My vacation? Are you kidding? But they aren't kidding; they never are. I just tell them what they expect to hear: I am enjoying it; Sophia is wonderful; it's so much better . . . which is all true, so I don't feel bad, but there is much being omitted. It feels like that episode of Desperate Housewives where Lynette runs into a former coworker who asks how things are going as a stay-at-home mom . . . and Lynette knows the expected answer, so she says "It's the best job I've ever had," right as her sons crash a shopping cart into an old lady.
I still feel a bit like a human dairy; I still feel anxiety due to my work, which (I know) makes no sense, but I am expected to return in August, so I still think about it; I feel guilty when I diet to lose baby weight, since I am still breastfeeding; I can't leave her for more than a few hours without pumping, so I'm constrained in my schedule; J's mom is "retiring" early (as much for herself, his 8-year-old stepsister and her newly-widowed mother-in-law, as for us) and hopes to watch Sophia when I return to work. But this seems to take away my option to stay home in Jeremiah's mind. Why would I stay home when his mother is available to watch the baby? What can I possibly provide for Sophia (when I'm done breastfeeding) that couldn't be provided with another caretaker?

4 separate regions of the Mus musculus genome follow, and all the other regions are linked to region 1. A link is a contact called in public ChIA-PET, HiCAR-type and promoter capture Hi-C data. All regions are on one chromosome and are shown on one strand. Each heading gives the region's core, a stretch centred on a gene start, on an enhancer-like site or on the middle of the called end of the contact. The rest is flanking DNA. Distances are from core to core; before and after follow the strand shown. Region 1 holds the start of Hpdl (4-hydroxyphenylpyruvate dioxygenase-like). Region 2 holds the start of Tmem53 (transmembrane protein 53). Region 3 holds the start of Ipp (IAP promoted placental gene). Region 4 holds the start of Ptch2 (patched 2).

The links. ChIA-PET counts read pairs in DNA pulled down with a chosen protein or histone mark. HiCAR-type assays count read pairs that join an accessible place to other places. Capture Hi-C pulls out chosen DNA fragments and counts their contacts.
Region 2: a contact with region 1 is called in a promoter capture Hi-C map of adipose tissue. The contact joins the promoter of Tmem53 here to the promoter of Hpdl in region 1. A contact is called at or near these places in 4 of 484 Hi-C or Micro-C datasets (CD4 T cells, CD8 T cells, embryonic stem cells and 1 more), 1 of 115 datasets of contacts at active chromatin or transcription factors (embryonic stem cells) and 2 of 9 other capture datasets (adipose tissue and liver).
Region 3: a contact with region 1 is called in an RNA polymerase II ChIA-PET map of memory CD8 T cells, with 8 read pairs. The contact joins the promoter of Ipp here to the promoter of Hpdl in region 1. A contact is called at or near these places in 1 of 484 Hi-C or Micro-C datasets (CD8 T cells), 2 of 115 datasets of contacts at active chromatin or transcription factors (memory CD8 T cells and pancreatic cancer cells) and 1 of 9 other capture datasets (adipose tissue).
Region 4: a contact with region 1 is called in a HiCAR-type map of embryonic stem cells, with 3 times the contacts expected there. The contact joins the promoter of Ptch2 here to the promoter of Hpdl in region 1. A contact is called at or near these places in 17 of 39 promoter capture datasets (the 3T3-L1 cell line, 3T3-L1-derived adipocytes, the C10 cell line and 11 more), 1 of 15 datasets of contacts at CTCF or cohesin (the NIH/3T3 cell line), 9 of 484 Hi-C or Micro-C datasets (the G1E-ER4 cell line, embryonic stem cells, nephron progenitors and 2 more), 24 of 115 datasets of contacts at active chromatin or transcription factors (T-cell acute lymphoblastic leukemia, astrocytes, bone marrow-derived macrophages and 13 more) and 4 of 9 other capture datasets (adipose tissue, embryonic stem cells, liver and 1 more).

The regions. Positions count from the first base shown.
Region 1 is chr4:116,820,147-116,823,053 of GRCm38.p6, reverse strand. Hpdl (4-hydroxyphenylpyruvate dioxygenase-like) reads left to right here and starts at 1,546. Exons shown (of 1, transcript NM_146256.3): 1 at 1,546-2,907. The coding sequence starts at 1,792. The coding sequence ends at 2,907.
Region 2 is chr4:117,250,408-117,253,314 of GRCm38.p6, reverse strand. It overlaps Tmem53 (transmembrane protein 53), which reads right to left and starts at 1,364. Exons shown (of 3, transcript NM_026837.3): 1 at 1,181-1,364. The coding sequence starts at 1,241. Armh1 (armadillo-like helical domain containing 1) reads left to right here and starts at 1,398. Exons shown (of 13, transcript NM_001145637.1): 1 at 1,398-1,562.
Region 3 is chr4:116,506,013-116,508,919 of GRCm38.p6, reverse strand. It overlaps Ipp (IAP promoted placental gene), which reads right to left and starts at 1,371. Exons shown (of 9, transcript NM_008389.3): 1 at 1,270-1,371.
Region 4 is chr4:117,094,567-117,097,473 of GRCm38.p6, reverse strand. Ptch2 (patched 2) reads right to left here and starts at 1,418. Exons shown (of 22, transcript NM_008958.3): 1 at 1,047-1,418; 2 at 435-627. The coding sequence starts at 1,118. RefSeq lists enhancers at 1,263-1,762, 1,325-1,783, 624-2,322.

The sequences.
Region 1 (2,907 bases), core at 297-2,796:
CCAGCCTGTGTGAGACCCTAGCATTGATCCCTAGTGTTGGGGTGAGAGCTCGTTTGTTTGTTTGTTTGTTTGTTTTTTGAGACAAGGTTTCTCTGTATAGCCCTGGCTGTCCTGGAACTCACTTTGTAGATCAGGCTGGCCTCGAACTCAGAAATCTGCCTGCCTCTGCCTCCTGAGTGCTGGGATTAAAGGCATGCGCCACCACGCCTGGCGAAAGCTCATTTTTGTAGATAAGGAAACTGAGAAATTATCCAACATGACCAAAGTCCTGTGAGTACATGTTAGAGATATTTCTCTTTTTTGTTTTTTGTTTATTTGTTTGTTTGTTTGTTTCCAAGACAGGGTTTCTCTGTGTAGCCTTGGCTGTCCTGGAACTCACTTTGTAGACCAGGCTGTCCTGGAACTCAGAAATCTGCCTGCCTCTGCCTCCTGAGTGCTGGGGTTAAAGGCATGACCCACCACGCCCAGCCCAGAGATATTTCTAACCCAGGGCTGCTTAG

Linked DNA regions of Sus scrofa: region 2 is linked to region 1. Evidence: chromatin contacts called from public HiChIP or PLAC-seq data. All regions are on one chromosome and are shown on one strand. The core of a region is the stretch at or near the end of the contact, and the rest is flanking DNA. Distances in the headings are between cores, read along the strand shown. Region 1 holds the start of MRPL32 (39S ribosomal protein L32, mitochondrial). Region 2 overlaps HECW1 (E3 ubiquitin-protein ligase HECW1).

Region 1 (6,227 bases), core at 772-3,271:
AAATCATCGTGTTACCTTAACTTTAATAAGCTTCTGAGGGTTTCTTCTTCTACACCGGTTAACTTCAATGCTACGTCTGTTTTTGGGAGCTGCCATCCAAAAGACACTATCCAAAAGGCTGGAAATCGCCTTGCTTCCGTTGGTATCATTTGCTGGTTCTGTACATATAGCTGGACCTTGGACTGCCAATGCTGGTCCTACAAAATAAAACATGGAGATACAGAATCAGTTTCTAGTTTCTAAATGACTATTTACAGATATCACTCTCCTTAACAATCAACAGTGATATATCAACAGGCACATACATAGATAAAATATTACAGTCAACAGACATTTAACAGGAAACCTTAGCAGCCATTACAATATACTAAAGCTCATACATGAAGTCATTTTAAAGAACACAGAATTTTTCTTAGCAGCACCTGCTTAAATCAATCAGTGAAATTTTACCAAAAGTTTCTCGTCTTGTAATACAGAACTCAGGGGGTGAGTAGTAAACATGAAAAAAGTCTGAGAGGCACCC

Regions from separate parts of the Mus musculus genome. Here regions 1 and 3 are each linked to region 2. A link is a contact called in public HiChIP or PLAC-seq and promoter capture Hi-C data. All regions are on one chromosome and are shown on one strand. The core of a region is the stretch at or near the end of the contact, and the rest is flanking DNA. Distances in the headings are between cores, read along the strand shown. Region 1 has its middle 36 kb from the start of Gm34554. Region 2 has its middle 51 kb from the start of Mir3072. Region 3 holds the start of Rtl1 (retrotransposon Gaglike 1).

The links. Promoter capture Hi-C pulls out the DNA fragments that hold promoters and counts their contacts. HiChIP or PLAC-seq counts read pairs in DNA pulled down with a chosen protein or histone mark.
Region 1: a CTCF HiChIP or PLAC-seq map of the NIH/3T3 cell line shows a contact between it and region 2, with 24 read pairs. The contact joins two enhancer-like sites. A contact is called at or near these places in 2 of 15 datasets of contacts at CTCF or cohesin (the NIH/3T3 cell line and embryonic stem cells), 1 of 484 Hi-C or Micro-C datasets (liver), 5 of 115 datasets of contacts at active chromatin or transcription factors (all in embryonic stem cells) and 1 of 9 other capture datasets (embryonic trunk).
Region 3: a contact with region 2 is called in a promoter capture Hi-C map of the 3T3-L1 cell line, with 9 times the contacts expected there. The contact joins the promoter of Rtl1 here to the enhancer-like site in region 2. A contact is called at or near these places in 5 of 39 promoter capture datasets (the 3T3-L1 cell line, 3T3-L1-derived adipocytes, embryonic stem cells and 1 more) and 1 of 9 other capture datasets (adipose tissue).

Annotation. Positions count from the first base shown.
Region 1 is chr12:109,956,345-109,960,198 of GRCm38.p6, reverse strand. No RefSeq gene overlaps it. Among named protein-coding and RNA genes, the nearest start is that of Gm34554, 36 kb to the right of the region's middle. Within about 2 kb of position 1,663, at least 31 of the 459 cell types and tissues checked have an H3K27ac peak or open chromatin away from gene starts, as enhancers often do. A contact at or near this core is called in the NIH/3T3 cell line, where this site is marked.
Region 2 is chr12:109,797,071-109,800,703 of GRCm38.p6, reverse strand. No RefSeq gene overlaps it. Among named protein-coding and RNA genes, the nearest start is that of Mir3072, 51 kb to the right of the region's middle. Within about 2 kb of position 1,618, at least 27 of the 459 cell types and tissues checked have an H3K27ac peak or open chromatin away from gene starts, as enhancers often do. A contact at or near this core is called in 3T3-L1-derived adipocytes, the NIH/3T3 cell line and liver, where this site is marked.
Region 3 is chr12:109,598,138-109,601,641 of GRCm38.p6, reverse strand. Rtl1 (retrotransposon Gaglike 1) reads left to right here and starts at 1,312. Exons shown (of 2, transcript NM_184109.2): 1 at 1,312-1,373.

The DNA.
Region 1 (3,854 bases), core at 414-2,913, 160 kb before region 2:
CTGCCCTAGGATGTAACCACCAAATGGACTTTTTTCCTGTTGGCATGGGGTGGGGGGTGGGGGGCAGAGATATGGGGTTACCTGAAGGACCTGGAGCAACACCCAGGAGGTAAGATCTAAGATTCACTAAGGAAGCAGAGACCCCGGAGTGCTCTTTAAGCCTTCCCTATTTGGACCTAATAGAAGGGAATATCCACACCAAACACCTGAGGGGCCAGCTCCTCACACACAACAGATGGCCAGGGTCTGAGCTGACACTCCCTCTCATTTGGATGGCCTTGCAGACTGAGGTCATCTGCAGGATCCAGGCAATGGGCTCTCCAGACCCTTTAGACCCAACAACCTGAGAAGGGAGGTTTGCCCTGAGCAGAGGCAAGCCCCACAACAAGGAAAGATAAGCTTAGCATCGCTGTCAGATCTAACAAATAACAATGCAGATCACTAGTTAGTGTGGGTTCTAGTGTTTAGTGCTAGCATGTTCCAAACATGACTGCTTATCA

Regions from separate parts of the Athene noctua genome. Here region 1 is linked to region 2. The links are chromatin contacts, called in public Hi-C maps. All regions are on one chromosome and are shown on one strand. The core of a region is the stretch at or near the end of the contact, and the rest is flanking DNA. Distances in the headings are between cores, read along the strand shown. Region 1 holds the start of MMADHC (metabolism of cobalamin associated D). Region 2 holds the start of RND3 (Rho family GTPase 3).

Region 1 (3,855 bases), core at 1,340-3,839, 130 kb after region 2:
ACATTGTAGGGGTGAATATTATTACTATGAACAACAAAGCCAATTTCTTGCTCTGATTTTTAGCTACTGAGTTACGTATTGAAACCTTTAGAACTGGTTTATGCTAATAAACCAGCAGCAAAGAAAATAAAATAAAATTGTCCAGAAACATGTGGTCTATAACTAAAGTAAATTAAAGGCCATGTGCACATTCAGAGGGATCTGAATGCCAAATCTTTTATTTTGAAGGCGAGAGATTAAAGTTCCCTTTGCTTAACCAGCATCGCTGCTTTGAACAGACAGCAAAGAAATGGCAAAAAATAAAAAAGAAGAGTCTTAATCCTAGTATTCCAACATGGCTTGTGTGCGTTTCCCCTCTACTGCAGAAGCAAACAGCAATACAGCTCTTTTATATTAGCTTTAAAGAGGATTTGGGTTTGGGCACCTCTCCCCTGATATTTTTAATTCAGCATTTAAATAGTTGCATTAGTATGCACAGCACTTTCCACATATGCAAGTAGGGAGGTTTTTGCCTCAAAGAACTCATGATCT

I don't know what to say when he asks me these things. I'm smarter? Maybe. I'm trained more? Sort of . . . for older children. I have better instincts? Certainly, but why more than any other mother? This is a tough spot. All of a sudden, I feel like I have ALWAYS considered how people learn. I remember Electric Company, and Today's Special, and original Sesame Streets with Joe Raposo's songs, all etched into my brain. I sing them to Sophia without even thinking. J always asks how I know "all these songs." If I do this so easily, certainly this must be a calling, right? Could someone else do this so spontaneously? I doubt it.
Is it so wrong to think I am unique in my baby's upbringing? He thinks there would be no detriment whatsoever in letting his mother play such a big child-rearing part.
I hope other mothers reading this will not feel like they have to hide a difficult time due to misunderstandings or fear of what it might do to their career. It's very hard to explain everything to people who don't understand depression or anxiety.
Jeremiah's stepdad's father (we thought of him as family) passed away recently, and his funeral is May 2. This will be Sophia's first funeral. I'll let you know how that whole thing goes, of course.
On a happier note, we got to attend the ordination of the minister who married us back in 2006, and show Sophia off! I plan to write more often, since we've been in a better routine lately. I'm actually looking forward to this weekend (Easter), since we haven't seen the extended family in awhile, and I'm finally looking more like my old self . . . lost 30 pounds since the start of the year, so I am more confident than I've been in awhile.
I was thinking that this entry was too much about me (instead of about Sophia), but really it's about parenting, not just a place to brag about our children, which I'm sure I could do for a number of pages . . . she's just perfect, as far as I can tell!